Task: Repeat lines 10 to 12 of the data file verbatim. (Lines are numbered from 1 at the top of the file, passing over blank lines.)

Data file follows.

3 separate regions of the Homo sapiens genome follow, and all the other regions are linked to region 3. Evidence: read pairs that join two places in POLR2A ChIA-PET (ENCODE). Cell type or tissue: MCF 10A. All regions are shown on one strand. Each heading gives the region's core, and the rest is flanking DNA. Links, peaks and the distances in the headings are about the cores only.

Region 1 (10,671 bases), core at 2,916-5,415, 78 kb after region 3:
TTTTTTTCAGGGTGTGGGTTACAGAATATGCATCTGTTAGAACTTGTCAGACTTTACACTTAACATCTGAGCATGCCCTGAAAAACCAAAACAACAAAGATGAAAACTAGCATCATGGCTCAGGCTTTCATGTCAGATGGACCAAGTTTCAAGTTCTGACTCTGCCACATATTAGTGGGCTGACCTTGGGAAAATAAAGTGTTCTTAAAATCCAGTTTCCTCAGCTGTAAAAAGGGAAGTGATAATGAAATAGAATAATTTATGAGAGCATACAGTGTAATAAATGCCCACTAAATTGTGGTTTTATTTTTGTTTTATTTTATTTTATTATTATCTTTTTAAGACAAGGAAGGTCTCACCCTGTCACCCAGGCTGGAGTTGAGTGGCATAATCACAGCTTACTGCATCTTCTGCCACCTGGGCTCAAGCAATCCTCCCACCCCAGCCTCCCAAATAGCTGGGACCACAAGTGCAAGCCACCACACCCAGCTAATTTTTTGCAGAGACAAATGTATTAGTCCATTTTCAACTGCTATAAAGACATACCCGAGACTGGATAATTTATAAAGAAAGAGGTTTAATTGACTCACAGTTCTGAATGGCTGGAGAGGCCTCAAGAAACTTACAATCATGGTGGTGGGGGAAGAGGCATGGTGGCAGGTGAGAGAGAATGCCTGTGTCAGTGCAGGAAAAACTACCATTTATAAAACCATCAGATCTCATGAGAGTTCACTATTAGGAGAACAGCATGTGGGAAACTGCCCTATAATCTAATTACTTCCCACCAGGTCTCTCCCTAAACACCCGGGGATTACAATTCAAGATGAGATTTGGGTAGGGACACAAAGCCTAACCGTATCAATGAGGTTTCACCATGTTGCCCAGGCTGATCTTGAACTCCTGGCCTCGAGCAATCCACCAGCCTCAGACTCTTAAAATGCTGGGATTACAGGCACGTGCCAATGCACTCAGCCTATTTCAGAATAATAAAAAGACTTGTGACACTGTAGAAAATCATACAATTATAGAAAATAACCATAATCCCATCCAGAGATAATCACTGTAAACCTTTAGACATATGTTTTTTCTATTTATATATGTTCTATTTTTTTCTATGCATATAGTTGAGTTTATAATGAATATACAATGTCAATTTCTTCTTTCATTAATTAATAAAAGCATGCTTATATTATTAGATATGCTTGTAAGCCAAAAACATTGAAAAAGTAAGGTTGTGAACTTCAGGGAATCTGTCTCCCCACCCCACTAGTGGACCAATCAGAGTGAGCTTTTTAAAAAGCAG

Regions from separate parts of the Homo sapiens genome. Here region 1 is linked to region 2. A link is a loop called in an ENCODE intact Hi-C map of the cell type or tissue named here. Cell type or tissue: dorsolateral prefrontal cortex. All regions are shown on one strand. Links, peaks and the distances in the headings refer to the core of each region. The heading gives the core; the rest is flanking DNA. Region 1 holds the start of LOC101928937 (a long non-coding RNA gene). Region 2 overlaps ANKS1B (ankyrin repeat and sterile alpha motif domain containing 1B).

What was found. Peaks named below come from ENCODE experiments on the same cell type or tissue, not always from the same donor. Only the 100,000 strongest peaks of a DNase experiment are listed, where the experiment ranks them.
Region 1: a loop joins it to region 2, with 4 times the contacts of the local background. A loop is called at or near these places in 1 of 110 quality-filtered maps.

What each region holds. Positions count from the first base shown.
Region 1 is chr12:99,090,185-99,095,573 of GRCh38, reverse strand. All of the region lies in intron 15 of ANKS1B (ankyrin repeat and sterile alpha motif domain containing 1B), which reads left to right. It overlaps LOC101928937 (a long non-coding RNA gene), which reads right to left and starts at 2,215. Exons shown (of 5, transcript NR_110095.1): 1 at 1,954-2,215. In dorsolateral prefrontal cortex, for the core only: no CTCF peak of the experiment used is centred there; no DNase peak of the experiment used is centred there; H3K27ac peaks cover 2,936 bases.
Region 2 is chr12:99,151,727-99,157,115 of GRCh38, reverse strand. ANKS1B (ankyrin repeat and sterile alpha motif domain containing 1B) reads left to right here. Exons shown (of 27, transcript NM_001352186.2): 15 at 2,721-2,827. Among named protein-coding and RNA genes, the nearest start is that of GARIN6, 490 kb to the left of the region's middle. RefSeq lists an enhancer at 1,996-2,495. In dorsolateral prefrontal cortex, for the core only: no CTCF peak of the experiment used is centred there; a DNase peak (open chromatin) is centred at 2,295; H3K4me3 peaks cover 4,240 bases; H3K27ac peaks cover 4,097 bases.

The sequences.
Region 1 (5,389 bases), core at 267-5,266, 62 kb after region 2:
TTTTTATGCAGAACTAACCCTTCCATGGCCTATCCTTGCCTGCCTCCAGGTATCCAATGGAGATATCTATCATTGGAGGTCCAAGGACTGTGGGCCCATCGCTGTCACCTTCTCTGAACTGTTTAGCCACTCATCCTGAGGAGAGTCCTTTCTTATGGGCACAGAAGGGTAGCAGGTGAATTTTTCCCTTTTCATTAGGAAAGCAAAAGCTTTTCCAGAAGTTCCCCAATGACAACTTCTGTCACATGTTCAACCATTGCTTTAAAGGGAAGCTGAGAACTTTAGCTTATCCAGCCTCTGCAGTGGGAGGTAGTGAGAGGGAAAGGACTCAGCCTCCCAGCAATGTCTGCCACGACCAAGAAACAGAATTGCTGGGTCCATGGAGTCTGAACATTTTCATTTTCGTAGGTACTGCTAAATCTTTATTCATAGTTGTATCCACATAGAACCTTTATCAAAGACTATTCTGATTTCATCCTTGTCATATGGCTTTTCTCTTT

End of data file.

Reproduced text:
The sequences.
Region 1 (5,389 bases), core at 267-5,266, 62 kb after region 2:
TTTTTATGCAGAACTAACCCTTCCATGGCCTATCCTTGCCTGCCTCCAGGTATCCAATGGAGATATCTATCATTGGAGGTCCAAGGACTGTGGGCCCATCGCTGTCACCTTCTCTGAACTGTTTAGCCACTCATCCTGAGGAGAGTCCTTTCTTATGGGCACAGAAGGGTAGCAGGTGAATTTTTCCCTTTTCATTAGGAAAGCAAAAGCTTTTCCAGAAGTTCCCCAATGACAACTTCTGTCACATGTTCAACCATTGCTTTAAAGGGAAGCTGAGAACTTTAGCTTATCCAGCCTCTGCAGTGGGAGGTAGTGAGAGGGAAAGGACTCAGCCTCCCAGCAATGTCTGCCACGACCAAGAAACAGAATTGCTGGGTCCATGGAGTCTGAACATTTTCATTTTCGTAGGTACTGCTAAATCTTTATTCATAGTTGTATCCACATAGAACCTTTATCAAAGACTATTCTGATTTCATCCTTGTCATATGGCTTTTCTCTTT